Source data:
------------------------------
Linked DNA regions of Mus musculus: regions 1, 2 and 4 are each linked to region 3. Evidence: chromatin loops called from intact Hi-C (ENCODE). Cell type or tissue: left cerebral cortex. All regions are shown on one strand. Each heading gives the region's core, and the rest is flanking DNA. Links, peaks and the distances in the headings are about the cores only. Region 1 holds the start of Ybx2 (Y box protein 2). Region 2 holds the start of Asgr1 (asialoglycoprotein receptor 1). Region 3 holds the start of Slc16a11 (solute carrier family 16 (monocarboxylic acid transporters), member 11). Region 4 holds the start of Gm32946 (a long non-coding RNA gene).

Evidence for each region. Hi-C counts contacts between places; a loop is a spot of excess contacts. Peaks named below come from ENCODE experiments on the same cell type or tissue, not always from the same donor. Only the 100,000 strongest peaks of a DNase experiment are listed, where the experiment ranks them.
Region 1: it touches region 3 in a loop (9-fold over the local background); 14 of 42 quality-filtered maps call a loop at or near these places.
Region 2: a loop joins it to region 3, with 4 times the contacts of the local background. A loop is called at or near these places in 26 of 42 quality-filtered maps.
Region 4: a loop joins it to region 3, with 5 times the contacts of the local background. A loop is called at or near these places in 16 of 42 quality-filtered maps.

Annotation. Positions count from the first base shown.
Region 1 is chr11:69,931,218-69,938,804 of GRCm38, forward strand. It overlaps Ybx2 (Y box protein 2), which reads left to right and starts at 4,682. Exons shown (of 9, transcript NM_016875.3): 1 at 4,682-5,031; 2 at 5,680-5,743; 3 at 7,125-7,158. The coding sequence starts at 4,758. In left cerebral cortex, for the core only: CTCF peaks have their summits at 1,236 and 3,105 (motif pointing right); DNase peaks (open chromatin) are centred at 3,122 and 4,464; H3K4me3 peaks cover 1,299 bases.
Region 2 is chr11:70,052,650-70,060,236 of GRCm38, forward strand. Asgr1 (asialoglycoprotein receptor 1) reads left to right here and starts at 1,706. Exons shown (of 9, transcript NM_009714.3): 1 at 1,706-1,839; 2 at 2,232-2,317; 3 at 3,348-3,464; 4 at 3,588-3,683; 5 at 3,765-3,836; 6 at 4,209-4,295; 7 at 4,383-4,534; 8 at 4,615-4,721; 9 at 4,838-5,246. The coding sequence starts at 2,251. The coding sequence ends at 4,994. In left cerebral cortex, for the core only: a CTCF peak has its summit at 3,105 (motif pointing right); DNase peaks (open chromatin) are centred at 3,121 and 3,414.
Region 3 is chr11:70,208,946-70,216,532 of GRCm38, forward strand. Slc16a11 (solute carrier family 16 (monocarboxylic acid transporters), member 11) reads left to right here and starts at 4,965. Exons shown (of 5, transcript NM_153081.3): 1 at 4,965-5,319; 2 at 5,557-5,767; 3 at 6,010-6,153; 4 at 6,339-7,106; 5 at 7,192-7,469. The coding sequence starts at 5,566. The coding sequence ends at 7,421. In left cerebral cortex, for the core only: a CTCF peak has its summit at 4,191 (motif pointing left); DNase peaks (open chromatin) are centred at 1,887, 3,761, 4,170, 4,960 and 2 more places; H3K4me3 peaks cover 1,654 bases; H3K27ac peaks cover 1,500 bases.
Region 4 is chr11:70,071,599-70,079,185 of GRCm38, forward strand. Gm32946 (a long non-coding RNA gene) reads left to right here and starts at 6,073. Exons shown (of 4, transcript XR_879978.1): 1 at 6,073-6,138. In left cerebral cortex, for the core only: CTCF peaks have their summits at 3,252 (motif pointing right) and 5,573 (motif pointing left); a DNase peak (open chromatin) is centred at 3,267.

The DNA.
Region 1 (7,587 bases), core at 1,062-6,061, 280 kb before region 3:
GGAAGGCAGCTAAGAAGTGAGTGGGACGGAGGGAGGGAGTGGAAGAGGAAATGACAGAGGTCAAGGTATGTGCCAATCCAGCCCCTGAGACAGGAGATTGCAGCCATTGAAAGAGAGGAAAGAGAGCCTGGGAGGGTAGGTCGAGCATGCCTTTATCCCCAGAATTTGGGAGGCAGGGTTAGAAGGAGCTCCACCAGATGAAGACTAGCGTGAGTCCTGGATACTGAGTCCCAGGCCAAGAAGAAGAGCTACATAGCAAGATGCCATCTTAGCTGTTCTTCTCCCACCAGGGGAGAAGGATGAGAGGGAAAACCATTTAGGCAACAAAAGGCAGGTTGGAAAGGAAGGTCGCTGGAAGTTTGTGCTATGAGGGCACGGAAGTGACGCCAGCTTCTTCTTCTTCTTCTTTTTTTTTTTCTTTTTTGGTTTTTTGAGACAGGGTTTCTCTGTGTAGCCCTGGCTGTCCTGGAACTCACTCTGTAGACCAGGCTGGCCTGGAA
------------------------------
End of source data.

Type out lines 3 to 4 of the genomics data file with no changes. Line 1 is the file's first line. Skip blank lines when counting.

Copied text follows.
Region 1: it touches region 3 in a loop (9-fold over the local background); 14 of 42 quality-filtered maps call a loop at or near these places.
Region 2: a loop joins it to region 3, with 4 times the contacts of the local background. A loop is called at or near these places in 26 of 42 quality-filtered maps.